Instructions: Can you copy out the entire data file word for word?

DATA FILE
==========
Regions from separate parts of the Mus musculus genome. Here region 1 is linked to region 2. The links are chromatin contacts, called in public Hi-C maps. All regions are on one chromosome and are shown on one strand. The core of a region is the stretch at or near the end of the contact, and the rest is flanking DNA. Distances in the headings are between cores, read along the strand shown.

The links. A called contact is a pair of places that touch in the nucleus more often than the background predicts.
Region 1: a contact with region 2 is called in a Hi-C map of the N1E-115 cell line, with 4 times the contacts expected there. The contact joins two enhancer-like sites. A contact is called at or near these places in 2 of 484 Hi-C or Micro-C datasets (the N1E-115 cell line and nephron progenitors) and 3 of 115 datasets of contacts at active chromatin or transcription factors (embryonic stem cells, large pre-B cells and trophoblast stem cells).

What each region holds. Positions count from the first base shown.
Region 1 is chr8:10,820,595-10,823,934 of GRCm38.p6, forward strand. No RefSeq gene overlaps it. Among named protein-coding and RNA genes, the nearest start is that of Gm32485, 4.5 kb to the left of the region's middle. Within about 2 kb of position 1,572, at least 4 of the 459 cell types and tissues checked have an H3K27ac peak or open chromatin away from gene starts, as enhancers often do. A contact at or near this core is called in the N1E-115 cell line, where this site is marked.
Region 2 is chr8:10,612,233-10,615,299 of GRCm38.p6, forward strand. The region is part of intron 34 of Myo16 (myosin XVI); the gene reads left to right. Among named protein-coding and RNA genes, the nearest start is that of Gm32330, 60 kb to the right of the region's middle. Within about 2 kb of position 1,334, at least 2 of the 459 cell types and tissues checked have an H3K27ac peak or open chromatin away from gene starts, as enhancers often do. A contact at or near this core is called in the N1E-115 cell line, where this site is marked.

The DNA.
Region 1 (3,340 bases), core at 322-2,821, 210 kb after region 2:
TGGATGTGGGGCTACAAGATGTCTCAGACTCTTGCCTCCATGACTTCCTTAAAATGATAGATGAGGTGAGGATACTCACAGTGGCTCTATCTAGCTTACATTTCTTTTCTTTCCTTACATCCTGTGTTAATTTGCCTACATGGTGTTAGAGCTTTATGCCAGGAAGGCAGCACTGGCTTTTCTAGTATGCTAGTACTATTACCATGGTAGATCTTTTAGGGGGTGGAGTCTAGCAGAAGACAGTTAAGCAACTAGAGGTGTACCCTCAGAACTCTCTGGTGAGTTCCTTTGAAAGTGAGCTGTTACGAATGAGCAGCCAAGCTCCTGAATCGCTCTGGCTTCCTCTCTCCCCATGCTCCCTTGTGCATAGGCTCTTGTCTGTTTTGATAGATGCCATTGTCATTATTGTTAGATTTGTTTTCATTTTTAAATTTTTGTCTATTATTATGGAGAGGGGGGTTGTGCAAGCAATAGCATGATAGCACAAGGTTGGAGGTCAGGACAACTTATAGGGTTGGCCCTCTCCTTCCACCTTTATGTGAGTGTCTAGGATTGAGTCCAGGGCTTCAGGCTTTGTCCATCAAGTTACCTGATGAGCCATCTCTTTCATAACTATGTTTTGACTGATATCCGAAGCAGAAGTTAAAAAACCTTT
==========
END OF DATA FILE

Regions from separate parts of the Mus musculus genome. Here region 1 is linked to region 2. The links are chromatin contacts, called in public Hi-C maps. All regions are on one chromosome and are shown on one strand. The core of a region is the stretch at or near the end of the contact, and the rest is flanking DNA. Distances in the headings are between cores, read along the strand shown.

The links. A called contact is a pair of places that touch in the nucleus more often than the background predicts.
Region 1: a contact with region 2 is called in a Hi-C map of the N1E-115 cell line, with 4 times the contacts expected there. The contact joins two enhancer-like sites. A contact is called at or near these places in 2 of 484 Hi-C or Micro-C datasets (the N1E-115 cell line and nephron progenitors) and 3 of 115 datasets of contacts at active chromatin or transcription factors (embryonic stem cells, large pre-B cells and trophoblast stem cells).

What each region holds. Positions count from the first base shown.
Region 1 is chr8:10,820,595-10,823,934 of GRCm38.p6, forward strand. No RefSeq gene overlaps it. Among named protein-coding and RNA genes, the nearest start is that of Gm32485, 4.5 kb to the left of the region's middle. Within about 2 kb of position 1,572, at least 4 of the 459 cell types and tissues checked have an H3K27ac peak or open chromatin away from gene starts, as enhancers often do. A contact at or near this core is called in the N1E-115 cell line, where this site is marked.
Region 2 is chr8:10,612,233-10,615,299 of GRCm38.p6, forward strand. The region is part of intron 34 of Myo16 (myosin XVI); the gene reads left to right. Among named protein-coding and RNA genes, the nearest start is that of Gm32330, 60 kb to the right of the region's middle. Within about 2 kb of position 1,334, at least 2 of the 459 cell types and tissues checked have an H3K27ac peak or open chromatin away from gene starts, as enhancers often do. A contact at or near this core is called in the N1E-115 cell line, where this site is marked.

The DNA.
Region 1 (3,340 bases), core at 322-2,821, 210 kb after region 2:
TGGATGTGGGGCTACAAGATGTCTCAGACTCTTGCCTCCATGACTTCCTTAAAATGATAGATGAGGTGAGGATACTCACAGTGGCTCTATCTAGCTTACATTTCTTTTCTTTCCTTACATCCTGTGTTAATTTGCCTACATGGTGTTAGAGCTTTATGCCAGGAAGGCAGCACTGGCTTTTCTAGTATGCTAGTACTATTACCATGGTAGATCTTTTAGGGGGTGGAGTCTAGCAGAAGACAGTTAAGCAACTAGAGGTGTACCCTCAGAACTCTCTGGTGAGTTCCTTTGAAAGTGAGCTGTTACGAATGAGCAGCCAAGCTCCTGAATCGCTCTGGCTTCCTCTCTCCCCATGCTCCCTTGTGCATAGGCTCTTGTCTGTTTTGATAGATGCCATTGTCATTATTGTTAGATTTGTTTTCATTTTTAAATTTTTGTCTATTATTATGGAGAGGGGGGTTGTGCAAGCAATAGCATGATAGCACAAGGTTGGAGGTCAGGACAACTTATAGGGTTGGCCCTCTCCTTCCACCTTTATGTGAGTGTCTAGGATTGAGTCCAGGGCTTCAGGCTTTGTCCATCAAGTTACCTGATGAGCCATCTCTTTCATAACTATGTTTTGACTGATATCCGAAGCAGAAGTTAAAAAACCTTT